How To Accept A Job Offer

Read And Review All Information

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First, read through all the information! If you didn’t receive benefits information, ask for that first. It’s a big part of your compensation.

If Everything Looks Good, Accept The Offer

If everything is satisfactory, go ahead and accept it! But, if the salary isn’t quite where you want it, your title isn’t as promised, or anything else that isn’t great, it’s time to negotiate!

Negotiate If Needed

While negotiating can be scary, most companies expect you to at least try. Of course, you want to be reasonable. If the offer is for $50,000, trying to negotiate a $100,000 salary, you’ll get laughed at.

If there are non-disclosure agreements, non-competes, or you have legal obligations to your current or previous company, make sure you get an attorney to review everything. You don’t want to get surprised!

Come To An Agreement

If you can come to an agreement, great! Tell the hiring manager verbally or via email, and then sign the offer letter.

How To Decline A Job Offer

If you can’t agree to the terms of the offer, or you simply don’t want to accept the offer, you’ll need to decline. This is fine! You’re not committing to a company when you go on a job interview.

Communicate With The Hiring Manager

Let the hiring manager know that you genuinely appreciate the offer, but you will be turning it down. Again, this isn’t a trick you use to try to get a boost in salary or benefits. If you want that, negotiate first. Just be clear.

They may ask you why. It’s up to you to decide whether to answer that question. Things like “I am looking for a higher salary” are pretty easy to say. But, if your real reason is something sticky like, “I didn’t like the culture,” or “The more I learned about your company, the less I wanted to work there,” it’s probably best just to say, “I had so many good options, it was hard to choose, but ultimately I decided to [whatever you are going to do].”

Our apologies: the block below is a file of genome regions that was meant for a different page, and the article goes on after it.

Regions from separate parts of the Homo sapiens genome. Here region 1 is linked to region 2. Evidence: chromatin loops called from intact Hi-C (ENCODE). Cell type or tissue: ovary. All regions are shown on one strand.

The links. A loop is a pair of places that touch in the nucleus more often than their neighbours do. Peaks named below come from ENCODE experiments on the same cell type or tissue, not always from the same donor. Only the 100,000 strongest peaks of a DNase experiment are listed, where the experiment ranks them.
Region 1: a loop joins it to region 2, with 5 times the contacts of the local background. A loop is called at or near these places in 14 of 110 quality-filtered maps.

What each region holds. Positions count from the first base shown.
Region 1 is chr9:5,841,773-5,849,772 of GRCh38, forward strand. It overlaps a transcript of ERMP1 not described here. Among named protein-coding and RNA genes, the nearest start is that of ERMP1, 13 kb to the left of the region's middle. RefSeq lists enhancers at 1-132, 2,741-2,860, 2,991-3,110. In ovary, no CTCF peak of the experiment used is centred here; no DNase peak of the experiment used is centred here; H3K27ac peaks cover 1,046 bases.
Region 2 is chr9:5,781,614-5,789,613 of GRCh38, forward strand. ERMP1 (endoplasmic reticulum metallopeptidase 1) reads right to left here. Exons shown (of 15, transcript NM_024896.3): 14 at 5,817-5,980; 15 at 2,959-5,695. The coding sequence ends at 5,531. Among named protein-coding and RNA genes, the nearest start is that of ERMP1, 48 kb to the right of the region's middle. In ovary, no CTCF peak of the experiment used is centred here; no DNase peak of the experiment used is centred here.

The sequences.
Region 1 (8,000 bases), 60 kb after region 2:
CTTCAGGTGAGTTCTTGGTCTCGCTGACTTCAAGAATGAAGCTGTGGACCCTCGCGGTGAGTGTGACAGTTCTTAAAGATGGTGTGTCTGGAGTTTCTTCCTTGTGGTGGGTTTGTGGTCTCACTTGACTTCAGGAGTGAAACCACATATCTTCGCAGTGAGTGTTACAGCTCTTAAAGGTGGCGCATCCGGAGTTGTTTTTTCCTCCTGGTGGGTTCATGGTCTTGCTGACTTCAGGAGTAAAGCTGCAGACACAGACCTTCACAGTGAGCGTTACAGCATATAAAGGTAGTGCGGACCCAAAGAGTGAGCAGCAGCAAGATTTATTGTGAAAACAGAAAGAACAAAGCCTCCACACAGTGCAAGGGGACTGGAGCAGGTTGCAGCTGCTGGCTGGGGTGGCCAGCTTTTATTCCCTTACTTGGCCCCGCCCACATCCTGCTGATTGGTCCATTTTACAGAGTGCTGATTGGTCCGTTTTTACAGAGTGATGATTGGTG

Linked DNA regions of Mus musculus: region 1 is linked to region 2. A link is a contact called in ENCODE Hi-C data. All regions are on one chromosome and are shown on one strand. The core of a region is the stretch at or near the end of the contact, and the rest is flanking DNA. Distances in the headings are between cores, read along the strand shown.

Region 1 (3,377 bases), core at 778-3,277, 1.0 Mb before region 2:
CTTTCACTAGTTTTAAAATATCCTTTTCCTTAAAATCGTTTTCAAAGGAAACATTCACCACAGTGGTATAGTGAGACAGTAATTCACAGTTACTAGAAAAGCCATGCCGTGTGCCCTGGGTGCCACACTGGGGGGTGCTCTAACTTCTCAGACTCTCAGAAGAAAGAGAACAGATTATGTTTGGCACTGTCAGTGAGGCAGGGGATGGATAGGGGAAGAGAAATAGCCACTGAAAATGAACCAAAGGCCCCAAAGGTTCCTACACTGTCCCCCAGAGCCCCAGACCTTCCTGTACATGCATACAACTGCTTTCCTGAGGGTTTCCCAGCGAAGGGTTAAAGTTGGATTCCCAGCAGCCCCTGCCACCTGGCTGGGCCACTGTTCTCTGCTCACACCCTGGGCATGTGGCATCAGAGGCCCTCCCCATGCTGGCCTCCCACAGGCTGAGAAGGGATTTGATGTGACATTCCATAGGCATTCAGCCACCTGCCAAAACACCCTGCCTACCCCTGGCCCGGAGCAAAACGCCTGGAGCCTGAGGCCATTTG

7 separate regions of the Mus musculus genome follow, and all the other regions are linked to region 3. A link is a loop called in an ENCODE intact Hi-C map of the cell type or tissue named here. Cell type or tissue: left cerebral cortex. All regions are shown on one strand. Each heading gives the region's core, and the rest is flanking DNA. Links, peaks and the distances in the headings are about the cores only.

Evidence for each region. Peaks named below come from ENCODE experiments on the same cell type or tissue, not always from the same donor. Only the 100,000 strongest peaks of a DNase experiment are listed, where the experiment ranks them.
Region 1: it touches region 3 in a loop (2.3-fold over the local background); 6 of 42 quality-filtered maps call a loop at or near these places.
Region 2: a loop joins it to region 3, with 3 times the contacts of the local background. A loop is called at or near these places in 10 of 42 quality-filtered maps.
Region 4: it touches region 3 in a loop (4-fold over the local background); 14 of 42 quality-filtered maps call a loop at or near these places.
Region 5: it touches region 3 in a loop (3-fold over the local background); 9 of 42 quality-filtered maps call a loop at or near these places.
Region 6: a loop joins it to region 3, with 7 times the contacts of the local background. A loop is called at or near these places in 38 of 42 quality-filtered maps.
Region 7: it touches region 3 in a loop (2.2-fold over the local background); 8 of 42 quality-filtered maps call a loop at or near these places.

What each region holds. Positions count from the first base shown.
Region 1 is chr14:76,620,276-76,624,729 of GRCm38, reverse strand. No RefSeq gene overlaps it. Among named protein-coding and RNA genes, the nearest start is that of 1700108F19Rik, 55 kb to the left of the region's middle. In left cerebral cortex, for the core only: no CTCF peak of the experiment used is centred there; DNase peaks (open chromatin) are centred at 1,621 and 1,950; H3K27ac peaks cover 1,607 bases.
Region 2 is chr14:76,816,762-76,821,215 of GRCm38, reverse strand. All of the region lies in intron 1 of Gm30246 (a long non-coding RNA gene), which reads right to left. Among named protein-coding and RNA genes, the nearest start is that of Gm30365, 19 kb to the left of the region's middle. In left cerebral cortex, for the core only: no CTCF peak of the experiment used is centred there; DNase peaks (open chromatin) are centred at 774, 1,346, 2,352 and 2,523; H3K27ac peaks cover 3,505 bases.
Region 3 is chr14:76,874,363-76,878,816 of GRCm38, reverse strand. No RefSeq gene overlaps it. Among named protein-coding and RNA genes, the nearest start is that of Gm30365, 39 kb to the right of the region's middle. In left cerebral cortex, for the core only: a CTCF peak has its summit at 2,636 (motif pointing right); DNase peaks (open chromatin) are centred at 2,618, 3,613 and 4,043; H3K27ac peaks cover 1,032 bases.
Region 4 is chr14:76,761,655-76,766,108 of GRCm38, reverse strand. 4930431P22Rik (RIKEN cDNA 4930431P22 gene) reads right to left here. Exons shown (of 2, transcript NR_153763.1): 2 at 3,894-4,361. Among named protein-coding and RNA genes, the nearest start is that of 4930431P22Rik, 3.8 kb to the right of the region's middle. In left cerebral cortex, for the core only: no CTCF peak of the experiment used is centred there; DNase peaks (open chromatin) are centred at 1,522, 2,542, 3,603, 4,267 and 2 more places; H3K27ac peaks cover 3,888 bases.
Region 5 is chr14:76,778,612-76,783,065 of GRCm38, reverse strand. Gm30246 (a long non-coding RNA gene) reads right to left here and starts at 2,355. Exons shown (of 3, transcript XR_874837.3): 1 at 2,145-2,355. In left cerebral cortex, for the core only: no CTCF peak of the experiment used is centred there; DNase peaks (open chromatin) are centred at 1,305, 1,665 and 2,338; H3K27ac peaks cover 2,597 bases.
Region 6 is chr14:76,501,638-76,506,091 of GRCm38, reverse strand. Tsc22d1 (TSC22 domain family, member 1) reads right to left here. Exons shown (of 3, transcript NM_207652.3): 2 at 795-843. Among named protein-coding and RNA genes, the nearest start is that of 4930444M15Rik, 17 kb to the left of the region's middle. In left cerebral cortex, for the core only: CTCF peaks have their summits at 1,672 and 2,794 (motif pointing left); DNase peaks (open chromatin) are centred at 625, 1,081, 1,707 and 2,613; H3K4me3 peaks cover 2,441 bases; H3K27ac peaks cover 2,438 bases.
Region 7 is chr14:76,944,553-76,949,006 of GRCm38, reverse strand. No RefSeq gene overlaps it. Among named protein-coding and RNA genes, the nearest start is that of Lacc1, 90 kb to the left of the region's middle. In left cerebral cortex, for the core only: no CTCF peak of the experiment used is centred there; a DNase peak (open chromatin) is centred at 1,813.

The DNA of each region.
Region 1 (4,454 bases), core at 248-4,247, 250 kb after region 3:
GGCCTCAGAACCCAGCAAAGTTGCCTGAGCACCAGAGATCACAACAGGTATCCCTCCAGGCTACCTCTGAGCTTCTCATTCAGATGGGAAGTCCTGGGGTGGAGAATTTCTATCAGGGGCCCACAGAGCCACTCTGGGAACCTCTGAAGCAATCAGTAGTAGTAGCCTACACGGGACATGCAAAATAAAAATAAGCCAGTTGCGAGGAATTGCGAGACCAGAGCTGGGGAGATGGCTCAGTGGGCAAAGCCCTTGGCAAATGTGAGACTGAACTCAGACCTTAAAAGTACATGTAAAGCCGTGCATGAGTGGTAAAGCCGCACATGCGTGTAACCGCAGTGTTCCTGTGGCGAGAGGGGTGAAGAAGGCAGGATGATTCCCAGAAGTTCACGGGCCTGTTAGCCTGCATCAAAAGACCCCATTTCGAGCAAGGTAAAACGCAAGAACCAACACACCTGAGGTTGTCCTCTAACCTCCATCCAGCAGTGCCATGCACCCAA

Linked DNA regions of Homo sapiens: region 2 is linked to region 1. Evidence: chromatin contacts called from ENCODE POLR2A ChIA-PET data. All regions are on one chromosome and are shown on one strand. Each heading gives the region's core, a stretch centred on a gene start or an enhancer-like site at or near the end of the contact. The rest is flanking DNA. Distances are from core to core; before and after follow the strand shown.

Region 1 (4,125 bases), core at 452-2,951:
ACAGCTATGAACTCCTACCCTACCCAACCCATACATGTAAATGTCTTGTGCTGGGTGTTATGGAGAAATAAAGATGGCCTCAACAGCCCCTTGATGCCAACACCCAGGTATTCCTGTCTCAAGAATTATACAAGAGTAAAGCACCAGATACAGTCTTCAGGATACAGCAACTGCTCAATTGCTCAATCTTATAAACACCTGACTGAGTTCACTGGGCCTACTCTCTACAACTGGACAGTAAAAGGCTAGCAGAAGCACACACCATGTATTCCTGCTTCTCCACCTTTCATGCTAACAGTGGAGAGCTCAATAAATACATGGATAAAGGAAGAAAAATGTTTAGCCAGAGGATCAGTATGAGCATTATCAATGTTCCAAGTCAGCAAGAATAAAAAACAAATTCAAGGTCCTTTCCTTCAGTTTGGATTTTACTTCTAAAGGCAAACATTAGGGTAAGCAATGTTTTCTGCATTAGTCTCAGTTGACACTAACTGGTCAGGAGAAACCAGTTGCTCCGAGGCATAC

Don’t Ghost The Company

Whatever you do, don’t ghost the company! Let them know that you don’t want to take the job. Someone else probably wants the job, so please let them know immediately if you won’t accept the offer.

For more information, check out our guide on how to decline a job offer.

Frequently Asked Questions 

When can I expect to receive the offer letter?

You will generally receive a formal letter after receiving a verbal offer.

What does HR do before a job offer?

This can vary, but generally, they’ve gotten an approved salary and benefits package, checked your references, and confirmed that everyone has agreed to hire you.

What happens after signing the offer letter?

You start the job! You’ll come to work on your first day, be met by HR or your new boss, be given paperwork, and get to work!

What should I ask before accepting a job offer?

There are many things you may want to know, but the most important are salary, benefits, schedule, and anything you agree to.

The Bottom Line

The job offer letter can be the most exciting part of job hunting! You’ve done it! You’ve gotten the job! But, make sure you read it carefully and ask any questions you may have. Now that you know everything you need to know about job offer letters, it’s time to land a job! Start your search on ZipRecruiter today!